Figure 3. Ancient Egyptian Names (Click to magnify figure)

The importance of names, not merely as abstract symbols but as physical manifestations of the named phenomena themselves, is re-emphasized by the so-called Memphite Theology, inscribed on the Shabaqo (Shabaka) Stone, in which the god Ptah creates everything in the universe by pronouncing each of the names.

In the same way, the Egyptian reference works known as onomastica simply consisted of lists of names for such things as people, professions and places, without any description or definition, because it was presumed that the name or word was itself a perfect expression of the phenomenon concerned. To the ancient Egyptians, knowing the name of a thing made it familiar, gave it a place in one’s mind, reduced it to something that was manageable and could be fitted into one’s mental universe.

Like the shadow, the name was thought of as a living part of each individual, which had to be assigned immediately at birth, for otherwise it was felt that the individual would not properly come into existence. In the case of the King Lists inscribed on the walls of temples and tombs, the cult of the royal ancestor was celebrated by writing out the cartouches of past rulers, and in a sense, it was the list of names on which the cultic rituals focused rather than the individual rulers themselves.

Names were so important that their removal from monuments or statuary was considered to be equivalent to the destruction of the very memory and existence of that person. So long as one’s name was remembered, the deceased was believed to be immortal so the greatest horror was to have one’s name destroyed. Conversely, the addition of a new name to a relief or statue, known as usurping by Egyptologists, was considered to imbue it with the essence and personality of the new owner, regardless of its actual physical appearance.

The Egyptians attached very great importance to the knowledge of names, and the knowledge of how to use and to make mention of names which possessed magical powers was a necessity both for the living and the dead. It was believed that if a man knew the name of a god or a demon, and addressed him by it, he was bound to answer him and to do whatever he wished; and the possession of the knowledge of the name of a man enabled his neighbor to do him good or evil. The name that was the object of a curse brought down evil upon its owner, and similarly the name that was the object of a blessing or prayer was thought to bring him many good things.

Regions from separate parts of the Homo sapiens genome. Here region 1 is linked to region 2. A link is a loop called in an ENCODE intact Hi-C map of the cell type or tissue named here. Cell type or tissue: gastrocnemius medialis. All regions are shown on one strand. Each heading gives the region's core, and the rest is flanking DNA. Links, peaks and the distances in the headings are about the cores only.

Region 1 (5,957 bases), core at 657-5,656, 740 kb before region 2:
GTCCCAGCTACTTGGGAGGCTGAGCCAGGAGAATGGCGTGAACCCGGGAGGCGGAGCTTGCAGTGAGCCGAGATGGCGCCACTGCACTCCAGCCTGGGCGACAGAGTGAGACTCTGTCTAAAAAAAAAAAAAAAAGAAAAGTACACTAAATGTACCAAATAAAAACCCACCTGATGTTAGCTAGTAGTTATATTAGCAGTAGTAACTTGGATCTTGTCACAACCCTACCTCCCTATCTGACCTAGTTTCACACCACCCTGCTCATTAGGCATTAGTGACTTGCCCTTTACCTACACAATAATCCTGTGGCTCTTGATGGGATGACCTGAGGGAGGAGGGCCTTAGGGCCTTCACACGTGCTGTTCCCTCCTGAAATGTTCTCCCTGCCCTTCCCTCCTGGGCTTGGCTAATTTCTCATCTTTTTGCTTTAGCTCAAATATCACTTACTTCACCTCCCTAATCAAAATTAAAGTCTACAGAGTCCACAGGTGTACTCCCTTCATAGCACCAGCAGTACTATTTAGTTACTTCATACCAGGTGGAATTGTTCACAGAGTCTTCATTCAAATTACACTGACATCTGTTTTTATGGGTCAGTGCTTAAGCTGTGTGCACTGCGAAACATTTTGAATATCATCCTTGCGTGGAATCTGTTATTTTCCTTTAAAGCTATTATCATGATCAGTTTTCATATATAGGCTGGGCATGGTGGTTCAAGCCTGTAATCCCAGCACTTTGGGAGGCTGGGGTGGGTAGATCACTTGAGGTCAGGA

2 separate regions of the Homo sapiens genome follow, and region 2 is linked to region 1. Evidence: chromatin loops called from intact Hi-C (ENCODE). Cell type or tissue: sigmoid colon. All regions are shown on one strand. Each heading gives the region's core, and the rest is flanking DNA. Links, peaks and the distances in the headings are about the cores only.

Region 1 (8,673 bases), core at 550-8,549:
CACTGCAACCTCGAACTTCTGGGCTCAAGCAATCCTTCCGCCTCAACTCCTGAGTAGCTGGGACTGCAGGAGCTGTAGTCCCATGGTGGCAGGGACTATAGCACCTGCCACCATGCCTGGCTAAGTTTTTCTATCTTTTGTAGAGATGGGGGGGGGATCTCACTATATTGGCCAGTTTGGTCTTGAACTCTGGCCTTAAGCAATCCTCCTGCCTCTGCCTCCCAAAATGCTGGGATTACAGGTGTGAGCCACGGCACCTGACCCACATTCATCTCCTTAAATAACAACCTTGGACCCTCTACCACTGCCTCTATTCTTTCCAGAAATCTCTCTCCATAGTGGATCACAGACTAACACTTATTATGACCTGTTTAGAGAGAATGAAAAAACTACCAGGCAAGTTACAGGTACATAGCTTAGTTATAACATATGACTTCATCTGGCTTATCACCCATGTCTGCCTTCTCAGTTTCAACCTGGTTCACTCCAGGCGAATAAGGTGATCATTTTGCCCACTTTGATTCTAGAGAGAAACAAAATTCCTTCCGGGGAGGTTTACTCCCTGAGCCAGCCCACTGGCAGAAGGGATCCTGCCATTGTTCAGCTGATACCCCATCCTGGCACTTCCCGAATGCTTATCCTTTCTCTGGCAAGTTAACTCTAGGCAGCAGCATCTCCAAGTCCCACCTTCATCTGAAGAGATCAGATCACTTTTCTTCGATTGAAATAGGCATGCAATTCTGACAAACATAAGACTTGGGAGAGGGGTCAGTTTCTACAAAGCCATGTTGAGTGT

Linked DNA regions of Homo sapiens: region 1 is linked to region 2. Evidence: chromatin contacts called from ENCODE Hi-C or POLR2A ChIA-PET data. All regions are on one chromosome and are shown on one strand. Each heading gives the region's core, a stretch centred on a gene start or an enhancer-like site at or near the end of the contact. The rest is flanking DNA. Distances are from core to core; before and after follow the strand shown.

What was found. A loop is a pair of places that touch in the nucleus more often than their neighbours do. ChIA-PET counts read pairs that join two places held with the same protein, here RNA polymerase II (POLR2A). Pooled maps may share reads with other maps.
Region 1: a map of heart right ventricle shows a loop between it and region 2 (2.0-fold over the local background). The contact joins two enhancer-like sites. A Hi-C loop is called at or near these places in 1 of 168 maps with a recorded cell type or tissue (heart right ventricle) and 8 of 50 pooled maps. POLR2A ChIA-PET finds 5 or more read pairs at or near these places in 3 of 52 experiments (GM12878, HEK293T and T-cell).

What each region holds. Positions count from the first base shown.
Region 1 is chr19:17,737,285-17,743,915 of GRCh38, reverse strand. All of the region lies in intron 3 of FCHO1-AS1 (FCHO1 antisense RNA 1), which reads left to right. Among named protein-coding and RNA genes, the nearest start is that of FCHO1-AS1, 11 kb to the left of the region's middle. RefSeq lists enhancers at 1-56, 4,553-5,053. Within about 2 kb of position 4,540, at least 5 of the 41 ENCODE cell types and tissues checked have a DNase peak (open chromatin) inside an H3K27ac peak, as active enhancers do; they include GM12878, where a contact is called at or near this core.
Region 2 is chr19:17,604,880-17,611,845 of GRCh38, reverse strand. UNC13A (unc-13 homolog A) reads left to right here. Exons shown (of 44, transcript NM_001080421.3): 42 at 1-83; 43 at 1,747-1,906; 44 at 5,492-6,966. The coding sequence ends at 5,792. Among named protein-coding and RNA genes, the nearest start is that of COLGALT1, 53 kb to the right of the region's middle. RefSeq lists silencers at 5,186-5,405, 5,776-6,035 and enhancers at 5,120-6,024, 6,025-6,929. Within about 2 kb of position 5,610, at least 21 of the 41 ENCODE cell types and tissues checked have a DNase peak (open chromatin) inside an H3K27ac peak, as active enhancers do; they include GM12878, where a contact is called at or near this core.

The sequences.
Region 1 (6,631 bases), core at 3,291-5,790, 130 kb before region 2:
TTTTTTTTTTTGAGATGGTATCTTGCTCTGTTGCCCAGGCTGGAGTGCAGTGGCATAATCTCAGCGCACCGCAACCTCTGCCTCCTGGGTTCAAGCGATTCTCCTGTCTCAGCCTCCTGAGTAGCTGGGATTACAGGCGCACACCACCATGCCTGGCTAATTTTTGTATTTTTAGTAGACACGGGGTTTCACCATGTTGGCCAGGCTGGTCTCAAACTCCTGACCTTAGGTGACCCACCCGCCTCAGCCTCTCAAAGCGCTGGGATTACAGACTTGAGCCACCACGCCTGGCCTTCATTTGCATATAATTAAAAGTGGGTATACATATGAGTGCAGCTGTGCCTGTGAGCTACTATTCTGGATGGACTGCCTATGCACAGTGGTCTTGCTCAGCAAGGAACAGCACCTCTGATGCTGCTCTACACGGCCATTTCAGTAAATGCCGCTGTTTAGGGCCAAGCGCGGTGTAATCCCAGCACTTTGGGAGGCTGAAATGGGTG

Though this text is primarily concerned with the names of individuals, we must also point out that Egyptians literally seem to have named everything of any importance. Not only was every temple given a name, but so too were individual parts of temples, as well as other buildings, such as gateways, pylons, etc.


  1. Ancient Egypt (Anatomy of a Civilization) Kemp, Barry J. 1989 Routledge ISBN 0-415-06346-9

  2. Ancient Gods Speak, The: A Guide to Egyptian Religion Redford, Donald B. 2002 Oxford University Press ISBN 0-19-515401-0

  3. Atlas of Ancient Egypt Baines, John; Malek, Jaromir 1980 Les Livres De France None Stated

  4. Complete Gods and Goddesses of Ancient Egypt, The Wilkinson, Richard H. 2003 Thames & Hudson, LTD ISBN 0-500-05120-8

  5. Dictionary of Ancient Egypt, The Shaw, Ian; Nicholson, Paul 1995 Harry N. Abrams, Inc., Publishers ISBN 0-8109-3225-3

  6. Egyptian Treasures from the Egyptian Museum in Cairo Tiradritti, Francesco, Editor 1999 Harry N. Abrams, Inc. ISBN 0-8109-3276-8

  7. Life of the Ancient Egyptians Strouhal, Eugen 1992 University of Oklahoma Press ISBN 0-8061-2475-x

  8. Mummies Myth and Magic El Mahdy, Christine 1989 Thames and Hudson Ltd ISBN 0-500-27579-3

  9. Ramesses II James, T. G. H 2002 Friedman/Fairfax ISBN 1-58663-719-3


May 18, 2008 - Posted by | Ancient Egyptian panorama

No comments yet.

Leave a Reply

Please log in using one of these methods to post your comment:

WordPress.com Logo

You are commenting using your WordPress.com account. Log Out / Change )

Twitter picture

You are commenting using your Twitter account. Log Out / Change )

Facebook photo

You are commenting using your Facebook account. Log Out / Change )

Google+ photo

You are commenting using your Google+ account. Log Out / Change )

Connecting to %s

%d bloggers like this: